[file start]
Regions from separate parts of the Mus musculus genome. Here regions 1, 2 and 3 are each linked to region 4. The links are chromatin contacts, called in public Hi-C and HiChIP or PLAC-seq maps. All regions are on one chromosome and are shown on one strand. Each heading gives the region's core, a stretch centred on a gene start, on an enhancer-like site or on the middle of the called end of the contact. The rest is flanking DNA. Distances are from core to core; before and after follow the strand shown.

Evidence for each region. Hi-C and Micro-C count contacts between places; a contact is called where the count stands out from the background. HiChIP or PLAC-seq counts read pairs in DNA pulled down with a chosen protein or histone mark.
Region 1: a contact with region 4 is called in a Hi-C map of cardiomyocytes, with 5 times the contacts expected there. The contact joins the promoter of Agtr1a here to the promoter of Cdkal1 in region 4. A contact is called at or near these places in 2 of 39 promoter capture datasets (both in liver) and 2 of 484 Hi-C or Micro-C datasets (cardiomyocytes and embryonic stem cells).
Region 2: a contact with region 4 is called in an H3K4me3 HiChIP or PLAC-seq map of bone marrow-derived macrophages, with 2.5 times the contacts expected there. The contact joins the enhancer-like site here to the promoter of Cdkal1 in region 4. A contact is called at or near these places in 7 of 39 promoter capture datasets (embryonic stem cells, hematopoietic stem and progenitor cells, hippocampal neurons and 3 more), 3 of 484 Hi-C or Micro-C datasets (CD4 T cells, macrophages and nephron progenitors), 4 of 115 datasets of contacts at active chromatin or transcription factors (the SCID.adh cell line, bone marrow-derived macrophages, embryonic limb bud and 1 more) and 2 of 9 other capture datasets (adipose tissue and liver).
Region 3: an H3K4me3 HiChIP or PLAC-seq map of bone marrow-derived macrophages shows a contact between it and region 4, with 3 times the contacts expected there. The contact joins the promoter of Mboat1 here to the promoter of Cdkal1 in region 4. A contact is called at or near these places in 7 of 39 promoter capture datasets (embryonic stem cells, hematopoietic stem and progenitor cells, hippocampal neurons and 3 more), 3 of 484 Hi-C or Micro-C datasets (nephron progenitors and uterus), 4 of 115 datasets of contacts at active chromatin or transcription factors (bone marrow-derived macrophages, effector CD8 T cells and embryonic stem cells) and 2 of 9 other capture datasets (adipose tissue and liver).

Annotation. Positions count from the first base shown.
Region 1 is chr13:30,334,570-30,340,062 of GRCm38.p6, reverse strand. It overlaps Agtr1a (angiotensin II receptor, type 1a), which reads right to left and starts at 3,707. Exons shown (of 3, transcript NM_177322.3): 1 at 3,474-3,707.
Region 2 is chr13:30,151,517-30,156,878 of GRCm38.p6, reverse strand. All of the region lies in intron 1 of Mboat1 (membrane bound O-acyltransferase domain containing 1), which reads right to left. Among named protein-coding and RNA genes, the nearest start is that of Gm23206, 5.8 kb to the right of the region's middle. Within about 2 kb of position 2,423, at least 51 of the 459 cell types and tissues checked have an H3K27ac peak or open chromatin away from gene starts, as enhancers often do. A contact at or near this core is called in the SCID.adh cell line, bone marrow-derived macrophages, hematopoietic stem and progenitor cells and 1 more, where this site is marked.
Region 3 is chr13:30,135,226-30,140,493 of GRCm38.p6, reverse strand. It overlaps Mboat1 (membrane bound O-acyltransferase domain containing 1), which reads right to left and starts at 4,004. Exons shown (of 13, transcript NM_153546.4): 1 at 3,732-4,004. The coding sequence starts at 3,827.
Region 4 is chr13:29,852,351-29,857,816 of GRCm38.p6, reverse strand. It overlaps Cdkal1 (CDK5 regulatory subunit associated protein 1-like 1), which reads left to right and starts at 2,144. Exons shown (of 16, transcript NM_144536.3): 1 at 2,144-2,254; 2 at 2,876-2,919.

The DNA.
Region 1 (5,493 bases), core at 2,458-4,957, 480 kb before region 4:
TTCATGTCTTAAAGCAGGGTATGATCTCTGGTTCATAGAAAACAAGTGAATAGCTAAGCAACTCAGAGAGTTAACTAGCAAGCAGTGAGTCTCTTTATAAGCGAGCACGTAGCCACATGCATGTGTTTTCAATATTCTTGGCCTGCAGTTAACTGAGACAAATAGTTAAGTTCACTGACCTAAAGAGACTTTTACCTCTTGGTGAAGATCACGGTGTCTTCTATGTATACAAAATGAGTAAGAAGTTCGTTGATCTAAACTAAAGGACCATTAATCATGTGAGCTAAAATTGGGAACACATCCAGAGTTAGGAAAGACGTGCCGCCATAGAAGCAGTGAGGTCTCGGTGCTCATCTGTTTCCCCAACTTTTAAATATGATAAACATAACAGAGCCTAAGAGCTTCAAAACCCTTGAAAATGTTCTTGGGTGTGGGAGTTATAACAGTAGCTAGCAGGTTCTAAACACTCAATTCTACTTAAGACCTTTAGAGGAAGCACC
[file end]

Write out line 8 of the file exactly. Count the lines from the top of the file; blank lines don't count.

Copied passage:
Region 2 is chr13:30,151,517-30,156,878 of GRCm38.p6, reverse strand. All of the region lies in intron 1 of Mboat1 (membrane bound O-acyltransferase domain containing 1), which reads right to left. Among named protein-coding and RNA genes, the nearest start is that of Gm23206, 5.8 kb to the right of the region's middle. Within about 2 kb of position 2,423, at least 51 of the 459 cell types and tissues checked have an H3K27ac peak or open chromatin away from gene starts, as enhancers often do. A contact at or near this core is called in the SCID.adh cell line, bone marrow-derived macrophages, hematopoietic stem and progenitor cells and 1 more, where this site is marked.